Welcome to Region 10

January 25, 2016

Dear Parents/Guardians/Staff:

I am writing to inform you that there are a couple of suspected, non-confirmed cases of pertussis (also known as whooping cough) in the Region 10 Schools.

District nurses have been in contact with the Connecticut Department of Health. At this time, there are no specific recommendations for children in our schools.

The purpose of this letter is to provide information to parents, guardians and staff regarding the signs and symptoms of pertussis. If your child has symptoms or develops symptoms compatible with pertussis, it is important to contact your child's health care provider. It is also a good idea to make sure your child is up to date on his or her vaccines to protect against pertussis.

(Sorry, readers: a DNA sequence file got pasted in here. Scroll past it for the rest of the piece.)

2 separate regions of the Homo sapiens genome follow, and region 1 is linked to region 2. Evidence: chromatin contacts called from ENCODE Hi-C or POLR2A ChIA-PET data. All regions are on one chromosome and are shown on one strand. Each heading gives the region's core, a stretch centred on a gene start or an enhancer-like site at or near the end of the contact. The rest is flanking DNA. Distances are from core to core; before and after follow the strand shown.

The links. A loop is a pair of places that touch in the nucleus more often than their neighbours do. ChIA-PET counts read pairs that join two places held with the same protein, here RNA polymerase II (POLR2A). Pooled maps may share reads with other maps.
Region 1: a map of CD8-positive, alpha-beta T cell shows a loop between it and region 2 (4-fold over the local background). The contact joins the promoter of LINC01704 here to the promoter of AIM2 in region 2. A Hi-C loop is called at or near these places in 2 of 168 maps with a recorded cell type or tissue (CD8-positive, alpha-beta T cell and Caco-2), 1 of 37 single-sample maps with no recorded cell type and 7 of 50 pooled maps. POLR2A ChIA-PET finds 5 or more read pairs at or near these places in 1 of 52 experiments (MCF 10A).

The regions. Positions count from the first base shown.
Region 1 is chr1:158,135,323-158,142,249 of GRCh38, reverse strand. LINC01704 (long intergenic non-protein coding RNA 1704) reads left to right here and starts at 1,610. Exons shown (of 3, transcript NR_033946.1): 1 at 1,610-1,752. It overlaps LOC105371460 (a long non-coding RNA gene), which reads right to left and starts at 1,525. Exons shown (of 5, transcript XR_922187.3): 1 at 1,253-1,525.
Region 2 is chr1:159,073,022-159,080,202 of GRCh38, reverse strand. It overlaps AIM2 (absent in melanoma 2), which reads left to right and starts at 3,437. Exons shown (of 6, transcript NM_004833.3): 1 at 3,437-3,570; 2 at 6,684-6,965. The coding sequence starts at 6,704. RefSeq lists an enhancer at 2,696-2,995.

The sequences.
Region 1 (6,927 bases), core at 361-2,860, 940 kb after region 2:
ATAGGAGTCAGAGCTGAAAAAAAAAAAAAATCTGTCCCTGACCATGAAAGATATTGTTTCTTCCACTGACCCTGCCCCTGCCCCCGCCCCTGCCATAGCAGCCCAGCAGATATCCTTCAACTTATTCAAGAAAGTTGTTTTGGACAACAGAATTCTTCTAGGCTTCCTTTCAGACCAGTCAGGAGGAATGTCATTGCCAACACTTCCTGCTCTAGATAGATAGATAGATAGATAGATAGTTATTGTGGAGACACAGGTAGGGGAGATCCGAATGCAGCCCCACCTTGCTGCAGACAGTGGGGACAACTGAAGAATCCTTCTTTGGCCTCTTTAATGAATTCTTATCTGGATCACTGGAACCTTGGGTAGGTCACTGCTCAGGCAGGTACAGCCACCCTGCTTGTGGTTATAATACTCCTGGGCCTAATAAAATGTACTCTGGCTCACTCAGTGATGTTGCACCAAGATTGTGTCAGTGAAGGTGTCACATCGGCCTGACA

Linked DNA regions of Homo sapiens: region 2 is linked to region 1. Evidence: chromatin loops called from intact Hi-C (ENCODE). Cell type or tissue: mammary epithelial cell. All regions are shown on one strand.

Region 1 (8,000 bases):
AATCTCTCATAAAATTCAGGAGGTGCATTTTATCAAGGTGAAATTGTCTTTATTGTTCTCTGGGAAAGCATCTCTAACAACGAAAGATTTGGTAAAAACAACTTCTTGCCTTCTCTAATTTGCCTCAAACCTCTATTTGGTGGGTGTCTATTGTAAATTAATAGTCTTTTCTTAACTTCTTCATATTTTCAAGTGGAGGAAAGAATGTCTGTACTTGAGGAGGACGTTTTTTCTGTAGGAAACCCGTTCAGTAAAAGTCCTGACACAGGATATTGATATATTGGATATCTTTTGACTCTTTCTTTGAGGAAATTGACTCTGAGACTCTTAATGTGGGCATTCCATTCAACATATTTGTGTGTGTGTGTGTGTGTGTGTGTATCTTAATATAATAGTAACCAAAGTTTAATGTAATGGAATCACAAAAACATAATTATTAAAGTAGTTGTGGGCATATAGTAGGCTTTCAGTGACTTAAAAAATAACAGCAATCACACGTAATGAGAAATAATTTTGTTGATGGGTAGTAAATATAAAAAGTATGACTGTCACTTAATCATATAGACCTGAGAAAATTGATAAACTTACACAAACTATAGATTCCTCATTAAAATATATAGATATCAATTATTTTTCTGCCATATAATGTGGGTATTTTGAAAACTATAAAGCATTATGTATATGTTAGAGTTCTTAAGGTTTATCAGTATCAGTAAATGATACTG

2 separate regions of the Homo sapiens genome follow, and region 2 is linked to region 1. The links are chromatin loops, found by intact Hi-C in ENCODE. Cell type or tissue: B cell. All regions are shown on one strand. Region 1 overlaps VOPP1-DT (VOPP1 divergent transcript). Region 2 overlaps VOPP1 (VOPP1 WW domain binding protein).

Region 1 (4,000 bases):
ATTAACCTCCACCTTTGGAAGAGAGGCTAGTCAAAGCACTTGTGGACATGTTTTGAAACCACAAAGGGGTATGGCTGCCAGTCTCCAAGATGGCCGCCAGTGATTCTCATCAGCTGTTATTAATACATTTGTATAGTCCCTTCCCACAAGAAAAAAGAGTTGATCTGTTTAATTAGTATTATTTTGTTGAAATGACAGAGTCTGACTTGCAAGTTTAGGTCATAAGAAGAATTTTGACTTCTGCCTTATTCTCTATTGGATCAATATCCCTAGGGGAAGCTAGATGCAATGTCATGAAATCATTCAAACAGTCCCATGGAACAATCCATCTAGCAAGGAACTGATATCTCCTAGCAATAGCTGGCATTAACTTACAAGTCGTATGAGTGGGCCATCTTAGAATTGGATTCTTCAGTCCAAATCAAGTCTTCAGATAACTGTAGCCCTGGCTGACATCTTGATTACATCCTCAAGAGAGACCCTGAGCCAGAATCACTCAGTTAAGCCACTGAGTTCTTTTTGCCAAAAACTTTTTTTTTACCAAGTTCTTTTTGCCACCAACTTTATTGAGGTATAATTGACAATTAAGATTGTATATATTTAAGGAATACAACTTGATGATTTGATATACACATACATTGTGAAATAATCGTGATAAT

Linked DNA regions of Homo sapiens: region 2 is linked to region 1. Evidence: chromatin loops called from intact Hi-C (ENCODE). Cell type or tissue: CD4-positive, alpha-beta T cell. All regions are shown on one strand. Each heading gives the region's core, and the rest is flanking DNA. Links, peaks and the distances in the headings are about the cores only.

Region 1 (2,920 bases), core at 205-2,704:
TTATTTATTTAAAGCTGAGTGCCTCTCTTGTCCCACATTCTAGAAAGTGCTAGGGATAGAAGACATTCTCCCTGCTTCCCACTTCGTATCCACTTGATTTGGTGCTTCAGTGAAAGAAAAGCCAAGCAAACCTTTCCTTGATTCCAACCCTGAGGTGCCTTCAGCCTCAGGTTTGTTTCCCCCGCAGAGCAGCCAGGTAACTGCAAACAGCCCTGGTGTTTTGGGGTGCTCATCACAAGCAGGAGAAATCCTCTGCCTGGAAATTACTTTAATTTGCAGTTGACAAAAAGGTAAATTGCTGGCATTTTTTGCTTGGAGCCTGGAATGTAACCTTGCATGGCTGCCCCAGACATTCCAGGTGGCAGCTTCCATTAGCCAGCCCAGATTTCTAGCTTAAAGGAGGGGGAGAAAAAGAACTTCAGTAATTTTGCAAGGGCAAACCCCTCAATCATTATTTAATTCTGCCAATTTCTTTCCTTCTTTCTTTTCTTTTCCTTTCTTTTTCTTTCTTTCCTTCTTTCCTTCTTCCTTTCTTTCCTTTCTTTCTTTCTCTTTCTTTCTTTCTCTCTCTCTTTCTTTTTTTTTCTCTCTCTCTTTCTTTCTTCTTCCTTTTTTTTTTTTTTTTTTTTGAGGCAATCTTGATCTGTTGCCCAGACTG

Please refer to the attached Pertussis Fact Sheet for information about the symptoms, transmission and treatment of pertussis.

If you wish further information, please call your healthcare provider or the Connecticut Immunization Program at (860) 509-7929.

Sincerely yours,

/S/

Alan Beitman

Superintendent of Schools

AB:pmg

FACT SHEET

What is pertussis?                 Pertussis (also called whooping cough) is a disease caused by bacteria that spreads from person to person with close contact. Pertussis is often mild in older children and adults, but can cause serious problems in infants.

Who gets pertussis?              Pertussis is most common among adolescent and adults who have lost the protection they got from childhood vaccines. Infants are also likely to get the disease since they are often too young to have the full protection from the vaccine.